Greek colonisation of Sicily : greek soul of Sicily

Greek colonisation of Sicily

Sicily has a big greek soul.

From the middle of the 8th century BC a vast migratory movement of Greek populations affected Sicily and changed its political, economic and social structure. This is called greek colonisation. Sicily and the southern regions of Italy were the places most affected by these migrations because of their geographical position. And in these places, in fact, the Greek population founded the largest number of colonies.

greek colonisation in Sicily

Causes of greek colonisation

One of the reasons that led Greek populations to seek new territories was the mountainous nature of Greece that did not allow the development of agriculture. This developed in the few flat and hill regions and did not produce enough to satisfy the needs of the whole population.
In addition, at the end of the 9th century, there was a significant demographic rise.

Political reasons of greek colonisation

Fundamental were also political factors. Oligarchic regimes dominated most of the Greek cities. There was disagreement among the lower classes of the population forced to undergo the intolerable predominance of the aristocratic class.
The poorest people thought of leaving their territory in search of luck. The aristocracy certainly did not hinder their departure, because this meant potential enemies would go away. This way the ruling part would avoid the risk of riots by the poorest and the spread of violence.
Sometimes also noblemen who had lost their power preferred to leave their cities in search of luck.

The ecista or founder

We can say the city-states encouraged shipments of Greek colonists to the conquest of new lands. Citizens who wanted to leave also received a ship and a guide. The ecista or chief of the expedition was generally a nobleman near the dominant aristocracy. He would lead the settlers to the land of conquest. When they would arrive, he would work on the construction of the new town and would direct the work. He would give the individual settlers a piece of land to cultivate.

Greek colonisation mostly as cultural contact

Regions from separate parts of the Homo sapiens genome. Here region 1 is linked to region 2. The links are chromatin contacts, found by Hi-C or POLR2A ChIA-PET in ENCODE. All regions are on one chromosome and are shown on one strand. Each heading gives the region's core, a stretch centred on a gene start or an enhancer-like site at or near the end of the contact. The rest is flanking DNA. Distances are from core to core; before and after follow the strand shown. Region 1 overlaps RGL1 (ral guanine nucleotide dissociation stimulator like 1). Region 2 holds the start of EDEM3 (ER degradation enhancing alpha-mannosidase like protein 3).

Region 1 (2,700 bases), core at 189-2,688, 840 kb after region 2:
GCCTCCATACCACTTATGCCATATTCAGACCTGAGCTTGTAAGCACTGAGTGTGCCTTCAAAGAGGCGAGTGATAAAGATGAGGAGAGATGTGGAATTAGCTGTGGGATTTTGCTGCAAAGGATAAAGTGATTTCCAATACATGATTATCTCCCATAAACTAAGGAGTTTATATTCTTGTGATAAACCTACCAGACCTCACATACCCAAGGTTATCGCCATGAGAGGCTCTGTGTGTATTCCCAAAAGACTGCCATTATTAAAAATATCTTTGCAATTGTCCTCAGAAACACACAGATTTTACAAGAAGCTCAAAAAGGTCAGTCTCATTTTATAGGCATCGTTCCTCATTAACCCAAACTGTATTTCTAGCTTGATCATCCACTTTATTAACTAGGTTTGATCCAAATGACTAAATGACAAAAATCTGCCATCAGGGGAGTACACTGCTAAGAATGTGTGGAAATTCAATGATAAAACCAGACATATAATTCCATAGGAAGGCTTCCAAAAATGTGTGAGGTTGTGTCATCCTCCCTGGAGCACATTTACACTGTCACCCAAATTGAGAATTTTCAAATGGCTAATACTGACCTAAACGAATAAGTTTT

The very term colonization infers the domination of indigenous peoples, a feeling of cultural superiority by the colonizers, and a specific cultural homeland which controls and drives the whole process. This was not necessarily the case in the ancient Greek world. Greek colonization was a very different process from the policies of  European powers in the 19th and 20th centuries. It is perhaps better described as “culture contact”.

However, before the colonisation Sicily and Greece already traded with each other. In fact, the Aegean-Cretan and Achaean merchants traversed the entire Mediterranean for their businesses.
The establishment of colonies across the Mediterranean allowed the export of luxury goods such as fine Greek pottery, wine, oil, metalwork, and textiles. And also the extraction of wealth from the land such as timber, metals.They often became lucrative trading hubs and a source of slaves.

The Greater Greece

The eastern coast of Sicily, largely made up of fertile plains, was well suited to agricultural activity. Here the first Greek colonies by Chalcis, Megalith and Corinth settlers were founded around the middle of the 8th century BC.

Greek colonies
Greek colonists eventually subdued the local population of Sicily and Southern Italy and spreaded their culture on the region to such an extent that they called it “Greater Greece” or Megalē Hellas. It would become the most Greek of all the colonized territories. Doric temples were the most striking symbol of Hellenization.

First greek colonies

Chalcis colonists had been the fist to colonize Sicily. They founded Naxos on the Ionian coast in 735 a. C. Then the colonists went to the plain of Catania founding two more sub-colonies, Leontini and Catana. Later, near the Strait of Messina  they founded Zancle. Continuing from there along the Tyrrhenian coast they moved to the headland of Milazzo where they founded Mile.

Syracuse colony

Immediately after Chalcis, the Corinthian colonists landed on the south-eastern coast of Sicily. Here they founded Syracuse on the island of Ortigia in 734 BC.

Syracuse expanded inward by founding the sub colonies Acre, Casmene and Camarina. It became a vast territorial domain that made it the most powerful and thriving city in Sicily.

Other colonies in south Sicily

In 750 BC a group of Megara colonists colonized a small site near Ibla where they founded Megara Iblea. The Megara settlers were surrounded by the Syracuse territory and the Chalcis colonies, so they sought out to the west of Sicily and founded Selinus.
Instead in 689 BC, a group of Rodhes and a small group of Cretans settled in the southern coast of Sicily and founded Gela. Rhodes settlers then found Akragante (Agrigento) in 583. This soon became a very populous and powerful city.

The last colonies were Imera and Lipara. Imera was the last Chalcis colony, founded by Zancle’s Chalcis in 648.

Western Sicily

The western side of Sicily was firmly occupied by Elimi and Phoenician-Punic colonies.
Some colonists tried to occupy Lilibeo, the present Marsala, but the expedition failed. The survivors took refuge in the Aeolian Islands where they founded Lipara. With this, the Greek colonization ends.

Most important cultural influences

As already said, colonization exported Greek culture to Italy. Such as its dialects, its religious rites and its traditions of the independent polis. An original Hellenic civilization soon developed, later interacting with the native Italic civilisations. The most important cultural transplant was the Chalcidean/Cumaean variety of the Greek alphabet, which was adopted by the Etruscans.

Selinunte By Ludmilla Bianco and Antonino Sammartano


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